China’s most recent trade data amplifies global worries of the country’s slowing economy.
Both imports and exports fell more quickly than expected in July, according to Beijing’s latest customs data, with imports dropping by 12.4% year-on-year and exports contracting by 14.5%. The exports drop is the fastest since the onset of the pandemic in 2020, with exports to the U.S. and EU falling by an even greater proportion.
The numbers come at a time where both EU and U.S. trade officials are calling trade with China ”unbalanced" and urging Beijing to drop import and export barriers.
We’ve curated reporting and analysis from experts on what the latest trade numbers mean and how concerning are they.
- While export numbers are inarguably weak, a reversal from last summer’s “artificial high” — when demand for goods boomed — was “always expected,” argued U.S. economist Brad Setser. What’s more alarming is the drop in import numbers, “which suggests ongoing domestic weakness in China,” he wrote.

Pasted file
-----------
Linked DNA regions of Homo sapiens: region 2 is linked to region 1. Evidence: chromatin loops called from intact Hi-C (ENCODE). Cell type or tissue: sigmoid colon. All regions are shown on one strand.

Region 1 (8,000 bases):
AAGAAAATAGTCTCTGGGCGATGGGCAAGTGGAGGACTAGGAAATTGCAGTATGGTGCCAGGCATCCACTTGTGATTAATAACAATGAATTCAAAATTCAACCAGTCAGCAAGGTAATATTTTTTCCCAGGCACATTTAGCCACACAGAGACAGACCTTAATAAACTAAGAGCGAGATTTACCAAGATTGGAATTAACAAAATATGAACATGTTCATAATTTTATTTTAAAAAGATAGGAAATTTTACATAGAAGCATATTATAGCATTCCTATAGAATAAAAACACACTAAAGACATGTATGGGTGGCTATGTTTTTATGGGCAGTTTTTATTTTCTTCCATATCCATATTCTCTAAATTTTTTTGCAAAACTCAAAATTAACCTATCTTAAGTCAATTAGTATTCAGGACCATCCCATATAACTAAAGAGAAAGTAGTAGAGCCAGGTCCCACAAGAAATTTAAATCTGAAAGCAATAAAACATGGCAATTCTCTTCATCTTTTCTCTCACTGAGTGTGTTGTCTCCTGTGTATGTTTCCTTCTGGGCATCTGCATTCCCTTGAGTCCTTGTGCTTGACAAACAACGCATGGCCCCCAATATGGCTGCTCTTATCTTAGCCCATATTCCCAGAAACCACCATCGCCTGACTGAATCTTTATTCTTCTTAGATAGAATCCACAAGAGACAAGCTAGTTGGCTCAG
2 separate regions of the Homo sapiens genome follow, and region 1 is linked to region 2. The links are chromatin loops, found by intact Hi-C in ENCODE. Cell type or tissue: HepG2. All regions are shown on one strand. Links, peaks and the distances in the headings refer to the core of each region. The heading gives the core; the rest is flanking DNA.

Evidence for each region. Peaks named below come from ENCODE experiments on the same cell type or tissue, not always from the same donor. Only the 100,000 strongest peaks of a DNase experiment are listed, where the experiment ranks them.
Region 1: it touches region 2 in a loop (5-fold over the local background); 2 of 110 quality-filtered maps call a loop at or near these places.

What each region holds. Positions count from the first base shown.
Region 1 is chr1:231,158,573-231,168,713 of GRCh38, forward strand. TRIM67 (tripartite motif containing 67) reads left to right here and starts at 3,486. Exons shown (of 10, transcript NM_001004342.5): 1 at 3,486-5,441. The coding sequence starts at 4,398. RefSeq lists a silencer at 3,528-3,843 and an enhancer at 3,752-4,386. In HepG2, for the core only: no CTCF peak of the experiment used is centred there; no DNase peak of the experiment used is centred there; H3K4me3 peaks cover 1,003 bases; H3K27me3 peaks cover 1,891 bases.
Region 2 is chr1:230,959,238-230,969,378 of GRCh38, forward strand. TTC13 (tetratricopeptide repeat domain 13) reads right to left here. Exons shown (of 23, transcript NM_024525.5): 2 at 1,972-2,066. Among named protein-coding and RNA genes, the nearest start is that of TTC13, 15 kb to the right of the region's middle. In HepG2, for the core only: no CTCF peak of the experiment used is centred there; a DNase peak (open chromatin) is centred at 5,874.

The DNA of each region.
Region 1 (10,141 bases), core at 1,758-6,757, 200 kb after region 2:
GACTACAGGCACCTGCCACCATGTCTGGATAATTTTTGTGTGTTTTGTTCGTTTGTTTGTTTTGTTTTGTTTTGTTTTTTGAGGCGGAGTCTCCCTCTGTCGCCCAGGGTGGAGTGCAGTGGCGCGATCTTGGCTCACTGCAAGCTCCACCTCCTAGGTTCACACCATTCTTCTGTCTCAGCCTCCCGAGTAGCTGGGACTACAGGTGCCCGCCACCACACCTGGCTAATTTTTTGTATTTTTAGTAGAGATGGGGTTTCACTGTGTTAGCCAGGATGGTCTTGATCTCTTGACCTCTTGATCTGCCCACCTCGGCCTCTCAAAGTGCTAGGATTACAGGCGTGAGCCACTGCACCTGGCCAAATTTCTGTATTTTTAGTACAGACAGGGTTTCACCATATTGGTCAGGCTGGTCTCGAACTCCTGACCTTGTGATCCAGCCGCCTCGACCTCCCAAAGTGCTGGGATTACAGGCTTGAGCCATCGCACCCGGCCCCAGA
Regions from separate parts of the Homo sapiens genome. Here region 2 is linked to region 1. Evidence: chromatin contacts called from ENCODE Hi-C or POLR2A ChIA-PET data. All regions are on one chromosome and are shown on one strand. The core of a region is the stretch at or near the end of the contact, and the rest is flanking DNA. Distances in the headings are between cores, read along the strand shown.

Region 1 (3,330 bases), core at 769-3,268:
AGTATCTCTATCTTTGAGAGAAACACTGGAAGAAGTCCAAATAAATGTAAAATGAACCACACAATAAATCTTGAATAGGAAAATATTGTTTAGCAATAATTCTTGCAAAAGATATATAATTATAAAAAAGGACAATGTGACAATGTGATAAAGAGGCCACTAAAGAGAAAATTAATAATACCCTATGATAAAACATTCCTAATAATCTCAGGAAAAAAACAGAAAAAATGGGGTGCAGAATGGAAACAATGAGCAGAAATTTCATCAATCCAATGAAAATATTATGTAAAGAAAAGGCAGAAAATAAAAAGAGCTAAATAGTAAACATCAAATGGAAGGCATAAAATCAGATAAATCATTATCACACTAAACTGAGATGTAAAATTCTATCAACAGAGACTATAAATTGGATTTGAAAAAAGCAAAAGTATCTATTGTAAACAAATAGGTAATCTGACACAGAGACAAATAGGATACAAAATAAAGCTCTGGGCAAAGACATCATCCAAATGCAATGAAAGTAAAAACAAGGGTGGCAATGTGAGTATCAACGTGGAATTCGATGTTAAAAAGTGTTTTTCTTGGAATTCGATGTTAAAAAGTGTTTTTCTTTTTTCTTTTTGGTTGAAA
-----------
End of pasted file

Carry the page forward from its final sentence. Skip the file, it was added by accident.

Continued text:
- Beijing is mistaking its current economic woes “for something transitory,” wrote Wall Street Journal China columnist Nathaniel Taplin. The government’s “rhetorical support for entrepreneurs and consumers may not be enough to turn things around,” he opined, given that unlike other post-COVID economies, China has much more insidious problems like a faltering housing market. In order to avoid a catastrophe, the country needs to commit to “big-bang improvements,” like direct fiscal transfers to households, Taplin said.
- U.S. companies are importing less from China, but that’s not entirely due to “decoupling,” argued Scott Kennedy, a Chinese business and economics adviser at the Center for Strategic and International Studies. Part of the decline can be attributed to Chinese companies investing more in regions like Southeast Asia and Mexico where trade with the U.S. is easier, which has resulted in “more indirect trade and investment ties,” he said.